The Riddle of Stanbridge Hall

by Cate Haynes. Shortlistee of the Best Novel Opening for Children or Young Adults competition 2021

This was the sixty-two thousand, eight hundred and twenty-third time Tom had died. Sighing, he tumbled by the same gnarly old tree roots, thinking perhaps he wouldn’t mind so much if only it varied from time to time. But no, the sky was dark as ever, the hill just as steep and there he was, hurtling past the exact same, sharp rocks as usual.

Same, boring, same. In fact, the only change over the years was that one time he surprised a rabbit. How long ago was that? Ninety years? A hundred? Still pondering, he arrived at the bottom with a dull-sounding thud to his head.

Around him, the wood held its breath, waiting. Brushing himself down, Tom stood − or rather, his ghost did – and glared at the wooden chest he had last been able to touch 172 years before. ‘You must think it’s funny, watching me fall down that hill every night,’ he said, his voice dusty from under-use. He kicked the chest, but it just sat there, its brass clasp curving in a leering grin while his leg passed straight through and out the other side. Turning his back on it, he pinched his lips together.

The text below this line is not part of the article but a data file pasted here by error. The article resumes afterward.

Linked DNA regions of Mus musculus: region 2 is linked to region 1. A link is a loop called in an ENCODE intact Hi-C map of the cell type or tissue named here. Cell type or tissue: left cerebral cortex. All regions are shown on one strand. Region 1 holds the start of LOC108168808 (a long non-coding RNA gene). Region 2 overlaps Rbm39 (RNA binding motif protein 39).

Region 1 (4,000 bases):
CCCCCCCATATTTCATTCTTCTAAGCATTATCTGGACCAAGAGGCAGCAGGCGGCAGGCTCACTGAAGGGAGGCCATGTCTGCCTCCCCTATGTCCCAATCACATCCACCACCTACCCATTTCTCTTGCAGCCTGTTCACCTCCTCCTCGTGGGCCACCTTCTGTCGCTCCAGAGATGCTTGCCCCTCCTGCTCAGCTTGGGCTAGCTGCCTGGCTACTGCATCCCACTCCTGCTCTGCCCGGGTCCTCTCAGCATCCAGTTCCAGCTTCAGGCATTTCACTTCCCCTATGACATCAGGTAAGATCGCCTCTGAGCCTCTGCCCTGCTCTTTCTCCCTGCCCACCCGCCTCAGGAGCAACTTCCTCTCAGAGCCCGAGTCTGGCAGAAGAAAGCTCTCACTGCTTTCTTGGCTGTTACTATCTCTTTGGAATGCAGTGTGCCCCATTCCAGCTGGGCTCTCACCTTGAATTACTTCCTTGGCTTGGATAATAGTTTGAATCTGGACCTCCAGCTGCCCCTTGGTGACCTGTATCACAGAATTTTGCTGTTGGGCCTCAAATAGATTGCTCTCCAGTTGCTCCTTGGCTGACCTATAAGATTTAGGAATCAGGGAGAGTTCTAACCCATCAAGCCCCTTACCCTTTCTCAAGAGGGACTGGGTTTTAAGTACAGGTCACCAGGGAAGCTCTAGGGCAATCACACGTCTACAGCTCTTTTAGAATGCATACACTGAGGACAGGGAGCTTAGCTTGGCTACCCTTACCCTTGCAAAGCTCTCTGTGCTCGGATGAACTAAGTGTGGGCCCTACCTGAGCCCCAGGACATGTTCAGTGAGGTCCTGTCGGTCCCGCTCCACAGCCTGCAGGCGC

His hands flickered like a candle flame as though they couldn’t make up their minds whether they were there or not. His ghost was always most visible in the first moments after he popped back into existence, but lately, the amount of time he had before he was extinguished for the day was becoming shorter and shorter.

‘I wonder how long a ghost can last without fading for good?’ he murmured to himself. ‘One day, I’ll disappear forever and who will tell the truth of it then?’